Cannot PXE boot on new fog server

  • I recently setup a new installation of Fog on an Ubuntu server VM (64-bit) on our VMWare esxi host (5.5). I have it installed and told it to not use the DHCP service through Fog as we have a Windows DHCP server. In the DHCP server I have option 66 set to the ip of the server and option 67 set to undionly.kpxe. However, when I boot to the NIC it spins on DHCP for several minutes before giving up and booting to the hdd. Does anyone have any ideas where my issue might be? If you need logs or additional info please let me know and I will do my best.

  • Moderator

    @jveronese the combination of subnet mask and IP address will say they are on the same subnet.

    i.e. with a subnet mask of would say they are on the same subnet.

    OK if they are on the same subnet, we can use fog to see if we can detect what is going wrong with dhcp.

    Follow these instructions and then upload the pcap to a google drive. We’ll take a look at the capture and see what is going on with dhcp

  • That’s the ip scope allowed for that network? (only if it’s private please)

  • @tom-elliott Ok, we have a subnet mask. How can I make sure these devices are on the same subnet then?

  • Let’s say you did the method of, while another machine was on with the same subnet mask. They would not be able to communicate because they’re on completely different networks.

  • @jveronese Subnet masks can be the same, but only describe where on a network a device will be able to reach.

    For example:

    192.168.1.x typically has as subnet mask. This makes the machine on this subnet (known as the 192.168.1 portion) only accessable to machines in the range of

    You can, however, have a subnet mask of on ANY network you’re trying to build. Let’s say you are working a network. The subnet mask of would only allow the devices to reach: - 255.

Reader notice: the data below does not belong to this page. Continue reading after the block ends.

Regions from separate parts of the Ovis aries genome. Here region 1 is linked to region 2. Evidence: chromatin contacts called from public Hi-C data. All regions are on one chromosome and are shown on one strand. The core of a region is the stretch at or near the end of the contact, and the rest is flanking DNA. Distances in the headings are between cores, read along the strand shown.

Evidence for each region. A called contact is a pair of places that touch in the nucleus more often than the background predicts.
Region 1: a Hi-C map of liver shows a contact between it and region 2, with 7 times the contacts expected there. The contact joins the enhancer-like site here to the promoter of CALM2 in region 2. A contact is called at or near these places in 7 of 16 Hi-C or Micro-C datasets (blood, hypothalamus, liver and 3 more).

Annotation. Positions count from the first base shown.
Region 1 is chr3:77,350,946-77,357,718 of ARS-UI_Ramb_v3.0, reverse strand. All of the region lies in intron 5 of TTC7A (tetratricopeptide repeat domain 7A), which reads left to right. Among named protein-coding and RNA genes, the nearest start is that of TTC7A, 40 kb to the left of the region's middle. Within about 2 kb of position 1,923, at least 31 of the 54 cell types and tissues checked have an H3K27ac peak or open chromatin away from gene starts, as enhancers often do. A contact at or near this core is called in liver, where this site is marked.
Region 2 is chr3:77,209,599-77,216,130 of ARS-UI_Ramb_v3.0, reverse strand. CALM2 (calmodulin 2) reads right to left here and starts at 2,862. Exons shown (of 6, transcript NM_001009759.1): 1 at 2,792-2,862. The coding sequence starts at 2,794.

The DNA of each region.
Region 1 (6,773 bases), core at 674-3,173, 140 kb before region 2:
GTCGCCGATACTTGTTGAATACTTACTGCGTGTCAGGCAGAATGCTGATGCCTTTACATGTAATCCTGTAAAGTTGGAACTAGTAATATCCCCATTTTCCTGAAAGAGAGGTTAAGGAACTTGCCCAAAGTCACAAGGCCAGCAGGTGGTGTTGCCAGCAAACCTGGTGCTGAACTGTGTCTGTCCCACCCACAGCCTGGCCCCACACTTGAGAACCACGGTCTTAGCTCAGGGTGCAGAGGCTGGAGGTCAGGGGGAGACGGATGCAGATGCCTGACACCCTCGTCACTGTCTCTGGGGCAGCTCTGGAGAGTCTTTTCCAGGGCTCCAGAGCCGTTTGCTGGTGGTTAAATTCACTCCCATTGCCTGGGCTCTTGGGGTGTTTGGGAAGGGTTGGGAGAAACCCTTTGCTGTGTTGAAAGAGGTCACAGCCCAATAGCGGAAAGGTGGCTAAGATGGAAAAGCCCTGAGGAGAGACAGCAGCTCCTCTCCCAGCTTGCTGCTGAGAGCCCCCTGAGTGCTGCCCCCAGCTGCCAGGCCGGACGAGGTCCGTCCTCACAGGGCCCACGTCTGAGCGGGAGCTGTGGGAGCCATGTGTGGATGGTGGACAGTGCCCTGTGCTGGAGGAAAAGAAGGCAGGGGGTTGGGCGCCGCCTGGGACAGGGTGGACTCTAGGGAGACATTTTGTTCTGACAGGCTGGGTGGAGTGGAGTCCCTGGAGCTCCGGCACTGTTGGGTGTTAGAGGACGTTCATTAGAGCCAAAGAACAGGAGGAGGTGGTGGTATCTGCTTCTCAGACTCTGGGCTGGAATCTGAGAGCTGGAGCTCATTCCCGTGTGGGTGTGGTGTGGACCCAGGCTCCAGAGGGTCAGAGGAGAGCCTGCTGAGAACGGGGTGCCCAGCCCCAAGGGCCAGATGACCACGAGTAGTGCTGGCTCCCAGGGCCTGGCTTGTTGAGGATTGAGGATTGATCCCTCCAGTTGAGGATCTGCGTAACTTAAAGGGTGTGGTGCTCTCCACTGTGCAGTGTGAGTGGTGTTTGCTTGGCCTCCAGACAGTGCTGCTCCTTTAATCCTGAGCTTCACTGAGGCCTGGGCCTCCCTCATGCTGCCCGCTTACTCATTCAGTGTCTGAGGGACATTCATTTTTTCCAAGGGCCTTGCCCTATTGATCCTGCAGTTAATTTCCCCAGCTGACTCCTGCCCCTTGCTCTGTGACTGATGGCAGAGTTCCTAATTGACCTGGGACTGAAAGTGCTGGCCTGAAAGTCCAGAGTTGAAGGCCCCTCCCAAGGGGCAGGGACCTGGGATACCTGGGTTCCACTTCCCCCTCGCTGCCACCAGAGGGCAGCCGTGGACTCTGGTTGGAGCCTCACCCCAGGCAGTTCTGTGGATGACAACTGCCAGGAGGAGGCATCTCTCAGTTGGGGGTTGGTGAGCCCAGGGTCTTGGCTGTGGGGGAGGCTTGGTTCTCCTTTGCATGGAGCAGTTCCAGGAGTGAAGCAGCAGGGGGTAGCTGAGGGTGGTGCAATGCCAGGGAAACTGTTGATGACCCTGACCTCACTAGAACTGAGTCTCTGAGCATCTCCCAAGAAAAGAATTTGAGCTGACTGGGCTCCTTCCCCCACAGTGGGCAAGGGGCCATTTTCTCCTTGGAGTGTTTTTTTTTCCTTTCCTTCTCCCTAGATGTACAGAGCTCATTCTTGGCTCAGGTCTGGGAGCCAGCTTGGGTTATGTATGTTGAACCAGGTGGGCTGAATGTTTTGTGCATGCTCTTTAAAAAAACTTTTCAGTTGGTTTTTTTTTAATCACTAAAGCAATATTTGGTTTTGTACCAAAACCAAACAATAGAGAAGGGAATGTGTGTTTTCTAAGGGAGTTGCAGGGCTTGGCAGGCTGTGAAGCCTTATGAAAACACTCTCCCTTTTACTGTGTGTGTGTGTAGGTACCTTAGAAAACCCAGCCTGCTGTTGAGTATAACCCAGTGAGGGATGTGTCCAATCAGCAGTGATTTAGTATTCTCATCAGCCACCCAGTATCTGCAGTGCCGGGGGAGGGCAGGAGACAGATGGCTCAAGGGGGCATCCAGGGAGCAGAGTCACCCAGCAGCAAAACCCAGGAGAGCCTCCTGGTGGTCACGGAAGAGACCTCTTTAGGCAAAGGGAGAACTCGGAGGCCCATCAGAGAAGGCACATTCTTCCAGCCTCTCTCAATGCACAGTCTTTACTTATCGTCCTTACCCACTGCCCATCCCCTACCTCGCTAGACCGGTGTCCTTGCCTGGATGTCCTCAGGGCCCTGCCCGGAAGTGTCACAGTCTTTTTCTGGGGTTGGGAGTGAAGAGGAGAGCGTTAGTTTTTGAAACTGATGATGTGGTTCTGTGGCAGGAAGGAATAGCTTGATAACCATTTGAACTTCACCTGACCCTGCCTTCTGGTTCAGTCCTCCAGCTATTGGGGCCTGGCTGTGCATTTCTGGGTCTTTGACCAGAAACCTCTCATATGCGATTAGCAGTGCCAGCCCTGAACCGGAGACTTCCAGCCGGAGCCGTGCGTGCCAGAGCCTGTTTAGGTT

A subnet mask of would allow you to connect to 10.0.0-255.0-255

    A subnet mask of would allow you to connect to 10.0-255.0-255.0-255

    So the mask doesn’t really indicate anything.

  • @george1421 Yes, when the device boots into Windows DHCP gives it an address. Both subnet masks are the same, so does that mean they are on the same subnet then?

  • Moderator

    OK so when you attempt to pxe boot the computer, it sits and spins for a bit then boots the hard drive. When it boots via the hard drive, does it pickup a dhcp address?

    And based on the answer provided above, is the fog server and the pxe booting client on the same subnet?

  • I could be anywhere. First place I’d look is to verify that the dhcp server can actually issue an IP to the machine requesting it. Second place I’d look is to find out if a “dumb” switch between the main connection and the device connection helps fix the problem. If a dumb switch works, this would seem to indicate a Power Saving thing or Spanning Tree in use on your network.